Cookies Policy

This site uses cookies. By continuing to browse the site you are agreeing to our use of cookies.

I accept this policy

Find out more here

The Cognitive Origins of John's Unitive and Disunitive Christology'

No metrics data to plot.
The attempt to load metrics for this article has failed.
The attempt to plot a graph for these metrics has failed.
The full text of this article is not currently available.

Brill’s MyBook program is exclusively available on BrillOnline Books and Journals. Students and scholars affiliated with an institution that has purchased a Brill E-Book on the BrillOnline platform automatically have access to the MyBook option for the title(s) acquired by the Library. Brill MyBook is a print-on-demand paperback copy which is sold at a favorably uniform low price.

Access this article

+ Tax (if applicable)
Add to Favorites
You must be logged in to use this functionality

image of Horizons in Biblical Theology

The most distinctive aspect of John's christology is not that it is the highest in the New Testament, or that it is the lowest; that the Son is one with the Father, or subordinate to the Father; that eschatology is present, or futuristic; that Jesus knows what is going to happen, or that he anguishes in pathos; that the signs are embellished, or that they are existentialized. The most distinctive aspect of John's christology is that both parts of these polarities, and others, are held together in dynamic tension within the Johannine narrative. This is the most salient characteristic of John's christology. Not only has it been the primary source of classic christological debates,2 but it has also been the prevalent interest of most modern historical, literary and theological investigations of the Fourth Gospel.3 A primary strategy for addressing John's christological unity and disunity has been to pose a diachronic history of composition involving the conflation of earlier sources and later editions. In other words, John's perplexities can be addressed by assuming multiple sources, authors and contexts of the material's origins. Such approaches are indeed attractive, as several of John's perplexities are addressed through them. However, because conclusive evidence for such sources is itself in doubt, other attempts to understand the origin of these tensions must be explored. They cannot be ignored or simply harmonized away. The above work (Anderson, 1995) identifies four major sources of John's christological unity and disunity, but this essay is concerned with only one of those. Namely, the degree to which John's christological unity and disunity may be attributed to cognitive factors in the thinking and experience of the evangelist.4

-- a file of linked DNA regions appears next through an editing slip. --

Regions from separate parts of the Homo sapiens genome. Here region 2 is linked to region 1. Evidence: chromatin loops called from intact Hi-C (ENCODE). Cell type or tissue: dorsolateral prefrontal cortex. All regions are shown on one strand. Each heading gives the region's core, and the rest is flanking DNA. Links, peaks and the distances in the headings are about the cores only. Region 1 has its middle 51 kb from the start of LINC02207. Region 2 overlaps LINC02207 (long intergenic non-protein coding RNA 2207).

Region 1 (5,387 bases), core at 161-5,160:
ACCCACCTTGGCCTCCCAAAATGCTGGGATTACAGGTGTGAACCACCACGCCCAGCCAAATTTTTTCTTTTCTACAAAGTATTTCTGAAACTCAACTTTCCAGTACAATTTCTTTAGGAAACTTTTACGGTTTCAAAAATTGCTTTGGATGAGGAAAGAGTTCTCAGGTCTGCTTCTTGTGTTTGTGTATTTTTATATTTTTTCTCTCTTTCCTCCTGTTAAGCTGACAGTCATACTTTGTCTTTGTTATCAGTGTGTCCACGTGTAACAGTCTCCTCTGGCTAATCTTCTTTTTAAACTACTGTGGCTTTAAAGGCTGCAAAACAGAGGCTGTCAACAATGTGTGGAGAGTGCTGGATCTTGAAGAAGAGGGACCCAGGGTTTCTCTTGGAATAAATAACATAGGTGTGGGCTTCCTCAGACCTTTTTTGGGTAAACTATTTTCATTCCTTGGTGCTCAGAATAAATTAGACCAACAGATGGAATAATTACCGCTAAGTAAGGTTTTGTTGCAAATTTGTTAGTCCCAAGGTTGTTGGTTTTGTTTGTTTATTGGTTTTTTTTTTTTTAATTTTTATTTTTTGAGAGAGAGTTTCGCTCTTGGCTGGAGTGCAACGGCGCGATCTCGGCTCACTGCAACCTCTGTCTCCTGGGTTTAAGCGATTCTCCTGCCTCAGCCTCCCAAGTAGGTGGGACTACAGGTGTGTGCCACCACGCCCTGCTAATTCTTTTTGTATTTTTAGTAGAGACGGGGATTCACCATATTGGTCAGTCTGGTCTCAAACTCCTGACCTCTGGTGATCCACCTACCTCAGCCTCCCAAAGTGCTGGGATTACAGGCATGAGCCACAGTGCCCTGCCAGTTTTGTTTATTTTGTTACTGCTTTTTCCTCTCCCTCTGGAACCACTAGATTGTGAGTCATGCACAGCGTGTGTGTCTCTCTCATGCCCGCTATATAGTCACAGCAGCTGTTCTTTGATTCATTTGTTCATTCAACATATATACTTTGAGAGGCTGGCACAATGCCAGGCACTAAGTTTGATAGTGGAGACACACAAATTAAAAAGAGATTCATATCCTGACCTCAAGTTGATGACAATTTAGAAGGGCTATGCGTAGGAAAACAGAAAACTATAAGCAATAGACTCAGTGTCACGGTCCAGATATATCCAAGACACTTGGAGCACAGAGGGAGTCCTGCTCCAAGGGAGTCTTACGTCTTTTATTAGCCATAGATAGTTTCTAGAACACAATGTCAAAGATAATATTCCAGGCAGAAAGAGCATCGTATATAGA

Affiliations: 1: Newberg, Oregon


Full text loading...


Data & Media loading...

Article metrics loading...



Can't access your account?
  • Tools

  • Add to Favorites
  • Printable version
  • Email this page
  • Subscribe to ToC alert
  • Get permissions
  • Recommend to your library

    You must fill out fields marked with: *

    Librarian details
    Your details
    Why are you recommending this title?
    Select reason:
    Horizons in Biblical Theology — Recommend this title to your library
  • Export citations
  • Key

  • Full access
  • Open Access
  • Partial/No accessInformation